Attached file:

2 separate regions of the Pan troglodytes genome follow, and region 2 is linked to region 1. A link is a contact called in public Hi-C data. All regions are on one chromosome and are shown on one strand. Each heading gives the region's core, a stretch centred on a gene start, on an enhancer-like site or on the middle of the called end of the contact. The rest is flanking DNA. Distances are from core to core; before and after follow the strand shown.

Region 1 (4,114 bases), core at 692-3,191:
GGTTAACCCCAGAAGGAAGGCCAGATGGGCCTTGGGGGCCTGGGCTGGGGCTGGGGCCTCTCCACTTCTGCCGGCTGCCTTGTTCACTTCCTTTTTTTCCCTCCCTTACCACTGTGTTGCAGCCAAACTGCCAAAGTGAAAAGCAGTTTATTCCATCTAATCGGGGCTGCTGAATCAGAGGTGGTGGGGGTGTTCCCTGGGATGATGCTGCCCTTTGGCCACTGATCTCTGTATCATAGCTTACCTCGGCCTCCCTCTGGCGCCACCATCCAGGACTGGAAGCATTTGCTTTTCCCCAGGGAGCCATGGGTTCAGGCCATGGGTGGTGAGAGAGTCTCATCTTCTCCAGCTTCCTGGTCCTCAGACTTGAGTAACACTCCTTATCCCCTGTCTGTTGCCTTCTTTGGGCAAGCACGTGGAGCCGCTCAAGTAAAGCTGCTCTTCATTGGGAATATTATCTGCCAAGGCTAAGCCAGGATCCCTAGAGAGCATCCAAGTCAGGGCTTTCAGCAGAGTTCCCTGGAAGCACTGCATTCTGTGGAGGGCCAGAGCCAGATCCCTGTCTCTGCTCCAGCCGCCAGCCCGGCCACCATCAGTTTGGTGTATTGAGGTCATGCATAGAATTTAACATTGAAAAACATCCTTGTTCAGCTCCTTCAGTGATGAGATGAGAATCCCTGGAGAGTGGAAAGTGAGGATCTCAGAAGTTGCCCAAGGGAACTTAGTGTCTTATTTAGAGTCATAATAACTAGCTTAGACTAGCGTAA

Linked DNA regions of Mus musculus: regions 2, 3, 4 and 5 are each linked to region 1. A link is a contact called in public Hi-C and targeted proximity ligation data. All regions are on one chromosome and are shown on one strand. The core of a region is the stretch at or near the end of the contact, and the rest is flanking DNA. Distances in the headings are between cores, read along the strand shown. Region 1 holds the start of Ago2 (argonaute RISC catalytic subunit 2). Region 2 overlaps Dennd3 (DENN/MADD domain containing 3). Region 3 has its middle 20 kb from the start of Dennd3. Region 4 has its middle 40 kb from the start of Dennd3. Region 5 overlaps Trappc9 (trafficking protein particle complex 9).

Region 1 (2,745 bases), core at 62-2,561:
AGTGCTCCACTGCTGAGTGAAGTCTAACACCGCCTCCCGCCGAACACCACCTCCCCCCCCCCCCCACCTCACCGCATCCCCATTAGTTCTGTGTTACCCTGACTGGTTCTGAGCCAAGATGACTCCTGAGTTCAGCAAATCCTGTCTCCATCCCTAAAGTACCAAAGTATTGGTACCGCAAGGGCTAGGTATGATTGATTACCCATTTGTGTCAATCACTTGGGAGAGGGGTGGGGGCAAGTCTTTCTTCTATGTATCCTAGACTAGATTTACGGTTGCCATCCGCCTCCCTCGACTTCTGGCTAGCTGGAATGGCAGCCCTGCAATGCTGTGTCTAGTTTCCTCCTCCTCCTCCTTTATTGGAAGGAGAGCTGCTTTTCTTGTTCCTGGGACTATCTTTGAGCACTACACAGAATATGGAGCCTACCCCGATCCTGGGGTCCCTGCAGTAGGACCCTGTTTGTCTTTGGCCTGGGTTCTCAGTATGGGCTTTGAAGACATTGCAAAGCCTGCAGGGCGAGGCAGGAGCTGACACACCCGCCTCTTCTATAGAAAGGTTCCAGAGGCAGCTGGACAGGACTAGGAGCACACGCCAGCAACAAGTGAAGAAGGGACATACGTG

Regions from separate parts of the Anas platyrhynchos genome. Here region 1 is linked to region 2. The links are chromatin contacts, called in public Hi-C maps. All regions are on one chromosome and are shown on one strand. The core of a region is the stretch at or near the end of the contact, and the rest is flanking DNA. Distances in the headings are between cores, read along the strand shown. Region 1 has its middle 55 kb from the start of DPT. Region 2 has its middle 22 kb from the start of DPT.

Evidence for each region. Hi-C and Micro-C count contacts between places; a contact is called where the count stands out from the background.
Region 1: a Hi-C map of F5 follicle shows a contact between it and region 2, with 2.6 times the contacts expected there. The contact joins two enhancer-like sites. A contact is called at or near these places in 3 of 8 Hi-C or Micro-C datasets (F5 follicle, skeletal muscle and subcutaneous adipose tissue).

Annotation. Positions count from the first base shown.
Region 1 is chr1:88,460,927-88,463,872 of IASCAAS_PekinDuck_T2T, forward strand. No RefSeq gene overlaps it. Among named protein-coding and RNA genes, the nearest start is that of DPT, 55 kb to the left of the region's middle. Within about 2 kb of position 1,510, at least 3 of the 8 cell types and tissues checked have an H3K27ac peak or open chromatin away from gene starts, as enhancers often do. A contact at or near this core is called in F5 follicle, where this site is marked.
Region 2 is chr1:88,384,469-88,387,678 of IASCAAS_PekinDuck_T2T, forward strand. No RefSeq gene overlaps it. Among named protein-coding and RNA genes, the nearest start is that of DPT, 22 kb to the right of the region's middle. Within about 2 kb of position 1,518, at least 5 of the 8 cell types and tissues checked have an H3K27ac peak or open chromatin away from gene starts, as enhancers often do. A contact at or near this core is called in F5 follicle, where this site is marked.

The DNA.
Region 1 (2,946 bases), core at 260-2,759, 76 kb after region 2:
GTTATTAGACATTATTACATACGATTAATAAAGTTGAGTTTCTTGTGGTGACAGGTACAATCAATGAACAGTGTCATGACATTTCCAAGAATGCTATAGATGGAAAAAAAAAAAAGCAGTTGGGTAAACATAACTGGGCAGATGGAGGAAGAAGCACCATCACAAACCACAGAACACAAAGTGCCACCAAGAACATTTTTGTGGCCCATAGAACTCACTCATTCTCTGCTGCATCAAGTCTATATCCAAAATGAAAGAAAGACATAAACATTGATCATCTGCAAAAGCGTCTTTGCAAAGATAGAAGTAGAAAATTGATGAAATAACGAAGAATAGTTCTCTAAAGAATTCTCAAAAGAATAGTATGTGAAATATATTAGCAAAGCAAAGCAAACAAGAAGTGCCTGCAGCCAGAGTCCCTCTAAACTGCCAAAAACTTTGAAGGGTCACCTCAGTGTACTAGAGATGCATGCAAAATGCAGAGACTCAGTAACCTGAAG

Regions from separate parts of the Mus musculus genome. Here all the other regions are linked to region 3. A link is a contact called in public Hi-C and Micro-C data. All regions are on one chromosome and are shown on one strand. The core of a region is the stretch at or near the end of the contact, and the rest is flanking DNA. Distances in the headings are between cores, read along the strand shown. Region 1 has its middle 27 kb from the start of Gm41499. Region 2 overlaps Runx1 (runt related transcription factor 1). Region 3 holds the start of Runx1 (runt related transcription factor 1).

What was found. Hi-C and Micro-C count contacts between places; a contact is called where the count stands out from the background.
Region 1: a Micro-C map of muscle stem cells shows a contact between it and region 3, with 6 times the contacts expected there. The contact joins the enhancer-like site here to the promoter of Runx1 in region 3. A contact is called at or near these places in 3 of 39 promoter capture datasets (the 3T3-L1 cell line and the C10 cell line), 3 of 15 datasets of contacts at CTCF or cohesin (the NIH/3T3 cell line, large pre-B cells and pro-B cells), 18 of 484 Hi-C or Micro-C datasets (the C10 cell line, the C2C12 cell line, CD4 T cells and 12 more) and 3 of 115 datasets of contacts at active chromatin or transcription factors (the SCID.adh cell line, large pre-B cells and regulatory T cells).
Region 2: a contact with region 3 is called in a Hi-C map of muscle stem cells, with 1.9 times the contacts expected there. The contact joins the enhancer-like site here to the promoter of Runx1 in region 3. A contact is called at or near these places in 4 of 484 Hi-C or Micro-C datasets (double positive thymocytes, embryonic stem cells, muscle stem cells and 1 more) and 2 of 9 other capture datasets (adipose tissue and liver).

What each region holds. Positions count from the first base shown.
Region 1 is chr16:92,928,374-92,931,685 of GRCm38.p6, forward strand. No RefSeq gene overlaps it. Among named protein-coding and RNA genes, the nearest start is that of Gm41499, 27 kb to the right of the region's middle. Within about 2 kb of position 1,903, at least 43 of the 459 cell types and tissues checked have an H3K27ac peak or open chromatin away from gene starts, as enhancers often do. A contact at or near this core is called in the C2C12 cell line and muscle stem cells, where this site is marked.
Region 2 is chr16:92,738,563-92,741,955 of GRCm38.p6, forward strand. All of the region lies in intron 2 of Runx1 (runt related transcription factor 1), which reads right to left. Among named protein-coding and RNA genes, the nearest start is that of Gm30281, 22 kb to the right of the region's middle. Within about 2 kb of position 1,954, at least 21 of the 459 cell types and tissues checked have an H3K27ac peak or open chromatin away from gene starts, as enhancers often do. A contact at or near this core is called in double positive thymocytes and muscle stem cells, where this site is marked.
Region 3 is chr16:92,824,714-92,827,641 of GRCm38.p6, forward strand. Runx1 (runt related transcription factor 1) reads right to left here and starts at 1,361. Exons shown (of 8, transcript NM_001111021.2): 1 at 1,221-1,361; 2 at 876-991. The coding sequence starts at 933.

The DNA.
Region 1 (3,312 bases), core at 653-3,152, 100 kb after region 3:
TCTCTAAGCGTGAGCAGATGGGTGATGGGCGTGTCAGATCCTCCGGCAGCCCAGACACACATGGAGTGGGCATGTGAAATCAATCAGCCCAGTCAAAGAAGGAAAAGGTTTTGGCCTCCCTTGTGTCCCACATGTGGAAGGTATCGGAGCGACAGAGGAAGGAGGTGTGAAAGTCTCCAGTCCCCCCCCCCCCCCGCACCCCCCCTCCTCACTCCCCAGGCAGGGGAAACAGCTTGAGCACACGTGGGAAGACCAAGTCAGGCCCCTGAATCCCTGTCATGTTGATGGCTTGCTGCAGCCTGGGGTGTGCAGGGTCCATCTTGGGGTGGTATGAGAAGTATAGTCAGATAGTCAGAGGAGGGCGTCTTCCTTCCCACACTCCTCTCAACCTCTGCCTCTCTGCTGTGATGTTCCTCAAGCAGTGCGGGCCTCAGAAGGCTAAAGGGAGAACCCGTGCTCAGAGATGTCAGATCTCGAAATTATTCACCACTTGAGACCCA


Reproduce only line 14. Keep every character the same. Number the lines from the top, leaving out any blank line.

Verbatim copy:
Region 1 (2,946 bases), core at 260-2,759, 76 kb after region 2: